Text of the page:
Roger’s analysis indicates that the ratio of productivity of the firm at the 90th percentile (ie near the top) to the 10th percentile (bottom) of the productivity distribution in New Zealand industries is around nine. In other words, a New Zealand firm that is nine times less productive than the best firms in the same industry is able to survive.

In contrast, Roger reports evidence that the same ratio in Denmark is around 1.6 to 3.5. Danish firms that can’t achieve at least a quarter of the productivity of the best firms in the same industry get killed off by the forces of competition. Perhaps it’s no surprise then that Denmark’s productivity is 61% higher than New Zealand, and although the Danish work 19% fewer hours per person than New Zealanders, their per-capita GDP is 31% higher than ours.

Roger argues, and I agree, that a lack of competition in New Zealand markets is an important reason for this. Competition forces firms to increase productivity and kills off those that don’t. He also points to New Zealand’s relatively low level of international trade, as trade is a good substitute for local competition, especially for a small economy. Again I agree, but while exports are often the focus of political interest in trade, I’d argue that there should be plenty of emphasis on imports as well.

To see why, imagine you are running a New Zealand firm in the bottom half of the productivity distribution. You are surviving and probably comfortable, perhaps not facing much domestic competition. If you started exporting to a country like Denmark, you’d have to compete with considerably more productive firms based there. Unless you were really motivated to improve your performance, you probably wouldn’t be keen on exporting and would just keep serving the New Zealand market.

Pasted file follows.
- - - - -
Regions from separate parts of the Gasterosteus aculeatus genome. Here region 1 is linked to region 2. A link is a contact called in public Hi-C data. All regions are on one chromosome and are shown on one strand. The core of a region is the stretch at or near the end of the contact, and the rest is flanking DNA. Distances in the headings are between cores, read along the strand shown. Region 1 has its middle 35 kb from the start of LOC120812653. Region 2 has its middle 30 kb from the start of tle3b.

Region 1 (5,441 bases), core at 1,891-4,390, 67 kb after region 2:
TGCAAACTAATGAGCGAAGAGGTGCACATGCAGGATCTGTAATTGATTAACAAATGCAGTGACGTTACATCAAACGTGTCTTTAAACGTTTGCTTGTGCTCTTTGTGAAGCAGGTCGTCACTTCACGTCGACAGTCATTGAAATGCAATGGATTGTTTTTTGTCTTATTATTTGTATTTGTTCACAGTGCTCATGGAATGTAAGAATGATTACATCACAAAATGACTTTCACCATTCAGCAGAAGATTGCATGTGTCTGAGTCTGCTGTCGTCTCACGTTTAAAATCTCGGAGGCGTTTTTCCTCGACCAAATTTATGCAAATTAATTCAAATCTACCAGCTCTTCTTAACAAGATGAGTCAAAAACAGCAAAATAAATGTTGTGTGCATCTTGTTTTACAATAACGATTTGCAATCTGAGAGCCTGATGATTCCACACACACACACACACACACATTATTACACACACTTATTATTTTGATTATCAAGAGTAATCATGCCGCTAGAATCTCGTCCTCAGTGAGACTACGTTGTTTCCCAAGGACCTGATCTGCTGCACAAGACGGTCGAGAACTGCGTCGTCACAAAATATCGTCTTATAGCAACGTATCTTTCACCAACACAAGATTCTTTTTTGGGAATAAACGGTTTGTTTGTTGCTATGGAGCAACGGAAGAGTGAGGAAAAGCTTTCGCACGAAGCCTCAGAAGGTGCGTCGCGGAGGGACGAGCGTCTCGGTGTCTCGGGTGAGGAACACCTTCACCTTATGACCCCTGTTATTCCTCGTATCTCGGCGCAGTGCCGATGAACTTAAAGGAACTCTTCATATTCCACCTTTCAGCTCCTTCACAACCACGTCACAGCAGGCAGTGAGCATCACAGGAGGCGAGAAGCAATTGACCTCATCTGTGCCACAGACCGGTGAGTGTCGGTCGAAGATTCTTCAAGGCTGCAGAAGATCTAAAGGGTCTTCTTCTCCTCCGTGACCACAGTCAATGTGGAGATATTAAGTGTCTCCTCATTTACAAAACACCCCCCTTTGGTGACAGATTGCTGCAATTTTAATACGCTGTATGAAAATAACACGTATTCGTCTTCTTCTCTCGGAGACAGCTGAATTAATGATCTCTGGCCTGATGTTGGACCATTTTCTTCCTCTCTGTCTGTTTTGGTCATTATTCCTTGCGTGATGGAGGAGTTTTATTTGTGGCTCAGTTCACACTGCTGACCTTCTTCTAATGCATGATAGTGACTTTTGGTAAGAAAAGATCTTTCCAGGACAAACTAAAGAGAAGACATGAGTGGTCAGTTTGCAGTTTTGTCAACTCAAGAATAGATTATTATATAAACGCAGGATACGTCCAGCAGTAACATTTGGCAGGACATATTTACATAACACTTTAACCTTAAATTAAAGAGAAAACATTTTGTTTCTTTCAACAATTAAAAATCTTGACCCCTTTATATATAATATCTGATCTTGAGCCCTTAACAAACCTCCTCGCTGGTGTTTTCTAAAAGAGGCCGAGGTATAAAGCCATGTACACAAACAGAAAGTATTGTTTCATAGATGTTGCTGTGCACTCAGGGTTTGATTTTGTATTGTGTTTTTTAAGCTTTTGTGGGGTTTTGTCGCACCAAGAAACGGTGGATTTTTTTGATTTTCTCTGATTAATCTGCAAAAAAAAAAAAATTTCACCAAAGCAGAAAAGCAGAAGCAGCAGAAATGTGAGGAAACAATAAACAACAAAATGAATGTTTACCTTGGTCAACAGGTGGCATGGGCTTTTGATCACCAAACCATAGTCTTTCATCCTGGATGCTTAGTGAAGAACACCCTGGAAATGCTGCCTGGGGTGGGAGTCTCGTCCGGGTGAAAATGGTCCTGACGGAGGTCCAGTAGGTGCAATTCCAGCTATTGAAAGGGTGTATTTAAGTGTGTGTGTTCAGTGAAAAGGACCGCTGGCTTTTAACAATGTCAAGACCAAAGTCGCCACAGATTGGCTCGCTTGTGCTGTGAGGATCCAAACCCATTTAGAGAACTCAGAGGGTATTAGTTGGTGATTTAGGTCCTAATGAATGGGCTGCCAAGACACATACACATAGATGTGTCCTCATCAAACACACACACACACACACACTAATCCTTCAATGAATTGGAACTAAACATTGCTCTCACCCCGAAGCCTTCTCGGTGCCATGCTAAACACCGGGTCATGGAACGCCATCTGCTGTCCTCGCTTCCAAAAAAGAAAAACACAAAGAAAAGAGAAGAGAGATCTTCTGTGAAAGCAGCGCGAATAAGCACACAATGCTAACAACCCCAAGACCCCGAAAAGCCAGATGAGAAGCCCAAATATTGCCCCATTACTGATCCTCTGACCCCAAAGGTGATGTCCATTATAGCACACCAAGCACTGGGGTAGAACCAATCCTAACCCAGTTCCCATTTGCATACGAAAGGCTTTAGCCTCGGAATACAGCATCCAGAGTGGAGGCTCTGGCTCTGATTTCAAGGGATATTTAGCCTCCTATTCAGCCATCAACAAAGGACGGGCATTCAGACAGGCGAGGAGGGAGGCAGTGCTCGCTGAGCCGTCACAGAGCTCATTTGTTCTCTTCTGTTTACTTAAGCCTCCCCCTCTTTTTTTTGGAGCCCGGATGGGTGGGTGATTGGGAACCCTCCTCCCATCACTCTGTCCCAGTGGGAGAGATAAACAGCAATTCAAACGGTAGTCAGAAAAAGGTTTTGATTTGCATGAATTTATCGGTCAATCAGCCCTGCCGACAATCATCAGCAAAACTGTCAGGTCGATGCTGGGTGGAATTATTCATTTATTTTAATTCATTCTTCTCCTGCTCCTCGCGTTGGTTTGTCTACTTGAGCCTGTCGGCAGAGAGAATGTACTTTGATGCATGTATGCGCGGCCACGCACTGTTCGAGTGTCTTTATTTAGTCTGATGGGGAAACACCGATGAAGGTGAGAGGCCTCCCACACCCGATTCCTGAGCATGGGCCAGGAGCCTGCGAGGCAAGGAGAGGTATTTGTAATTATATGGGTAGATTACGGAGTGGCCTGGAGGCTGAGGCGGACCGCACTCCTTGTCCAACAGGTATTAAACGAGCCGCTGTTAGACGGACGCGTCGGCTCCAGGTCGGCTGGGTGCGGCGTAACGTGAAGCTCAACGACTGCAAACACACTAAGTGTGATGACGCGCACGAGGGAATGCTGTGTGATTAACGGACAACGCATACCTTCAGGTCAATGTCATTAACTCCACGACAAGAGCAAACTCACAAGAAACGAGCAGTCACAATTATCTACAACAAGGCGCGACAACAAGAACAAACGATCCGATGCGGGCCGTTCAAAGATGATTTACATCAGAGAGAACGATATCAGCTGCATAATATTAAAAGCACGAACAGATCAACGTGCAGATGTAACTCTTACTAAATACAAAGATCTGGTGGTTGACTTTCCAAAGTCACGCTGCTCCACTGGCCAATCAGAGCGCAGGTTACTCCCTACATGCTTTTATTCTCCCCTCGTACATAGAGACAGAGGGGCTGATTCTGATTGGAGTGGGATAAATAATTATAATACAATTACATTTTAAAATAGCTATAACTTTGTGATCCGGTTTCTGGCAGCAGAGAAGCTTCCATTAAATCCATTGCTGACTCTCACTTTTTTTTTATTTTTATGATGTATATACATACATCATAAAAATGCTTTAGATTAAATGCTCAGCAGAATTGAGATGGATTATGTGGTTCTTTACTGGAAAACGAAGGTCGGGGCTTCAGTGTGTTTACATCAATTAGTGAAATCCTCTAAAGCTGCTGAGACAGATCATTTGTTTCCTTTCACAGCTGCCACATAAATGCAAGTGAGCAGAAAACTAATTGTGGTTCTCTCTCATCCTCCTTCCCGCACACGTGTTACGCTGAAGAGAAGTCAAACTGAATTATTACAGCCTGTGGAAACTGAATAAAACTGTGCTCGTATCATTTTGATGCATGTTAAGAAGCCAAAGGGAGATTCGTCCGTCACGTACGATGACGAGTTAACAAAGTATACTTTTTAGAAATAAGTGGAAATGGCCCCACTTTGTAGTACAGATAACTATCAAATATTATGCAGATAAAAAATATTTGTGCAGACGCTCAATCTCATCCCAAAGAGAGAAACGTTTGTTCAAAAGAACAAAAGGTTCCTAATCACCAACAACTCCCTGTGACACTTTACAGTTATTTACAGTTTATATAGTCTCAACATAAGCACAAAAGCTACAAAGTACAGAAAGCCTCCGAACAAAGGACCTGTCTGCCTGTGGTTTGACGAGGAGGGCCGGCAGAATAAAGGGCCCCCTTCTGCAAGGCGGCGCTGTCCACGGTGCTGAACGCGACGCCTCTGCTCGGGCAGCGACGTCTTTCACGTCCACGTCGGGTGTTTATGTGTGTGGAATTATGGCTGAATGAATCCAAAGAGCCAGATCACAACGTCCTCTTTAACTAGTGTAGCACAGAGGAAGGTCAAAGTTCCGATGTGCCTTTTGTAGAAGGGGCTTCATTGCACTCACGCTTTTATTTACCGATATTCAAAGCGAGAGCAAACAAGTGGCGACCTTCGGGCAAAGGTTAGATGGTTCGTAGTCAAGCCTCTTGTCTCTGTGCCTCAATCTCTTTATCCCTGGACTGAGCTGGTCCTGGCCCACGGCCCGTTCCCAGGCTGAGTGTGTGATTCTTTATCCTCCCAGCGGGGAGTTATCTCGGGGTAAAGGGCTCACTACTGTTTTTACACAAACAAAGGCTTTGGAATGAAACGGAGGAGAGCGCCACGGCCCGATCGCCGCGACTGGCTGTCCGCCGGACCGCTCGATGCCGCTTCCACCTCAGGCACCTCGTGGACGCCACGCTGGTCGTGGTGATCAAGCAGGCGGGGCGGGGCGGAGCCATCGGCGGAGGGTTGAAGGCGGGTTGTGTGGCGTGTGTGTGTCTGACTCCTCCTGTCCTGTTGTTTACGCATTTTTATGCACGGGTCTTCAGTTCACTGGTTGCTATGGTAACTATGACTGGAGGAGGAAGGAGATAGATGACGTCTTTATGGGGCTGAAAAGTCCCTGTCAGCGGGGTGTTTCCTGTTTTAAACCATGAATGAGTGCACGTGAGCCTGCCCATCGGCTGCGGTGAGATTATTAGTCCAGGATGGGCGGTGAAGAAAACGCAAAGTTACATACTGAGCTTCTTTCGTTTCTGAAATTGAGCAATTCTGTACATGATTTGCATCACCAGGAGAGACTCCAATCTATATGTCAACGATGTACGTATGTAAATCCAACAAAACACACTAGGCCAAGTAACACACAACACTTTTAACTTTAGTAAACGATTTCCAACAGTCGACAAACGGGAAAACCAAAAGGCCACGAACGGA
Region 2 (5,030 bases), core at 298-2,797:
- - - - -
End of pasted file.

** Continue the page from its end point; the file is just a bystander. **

This might also explain why New Zealand doesn’t trade very much. We could be stuck in a low-competition, low-productivity, low-trade equilibrium. New Zealand domestic markets are too small to support enough intense competition to get us out of this state, and not enough firms are motivated by the prospect of export sales to drag the economy up the productivity mountain.

On the other hand, if low cost imports from productive foreign firms start coming in, unproductive firms will be forced to improve their game. I realise this is a harsh stick, rather than an export carrot. Exports create jobs and imports can destroy them, at least temporarily, and some employees might need assistance during the transition. But given New Zealand’s dire productivity statistics, maybe a strong shock to the system is required.


  1. Paul Conway and Lisa Meehan, Productivity by the numbers: The New Zealand Experience, New Zealand Productivity Commission Research Paper, September 2013, available at http://www.productivity.govt.nz/research-paper/productivity-by-the-numbers-the-new-zealand-experience
  2. Roger Procter, Unpicking New Zealand’s Productivity Paradox, presentation to the New Zealand Productivity Commission symposium, July 2013, available at http://www.productivity.govt.nz/sites/default/files/symposium-ppt-02_b_procter_causes.pdf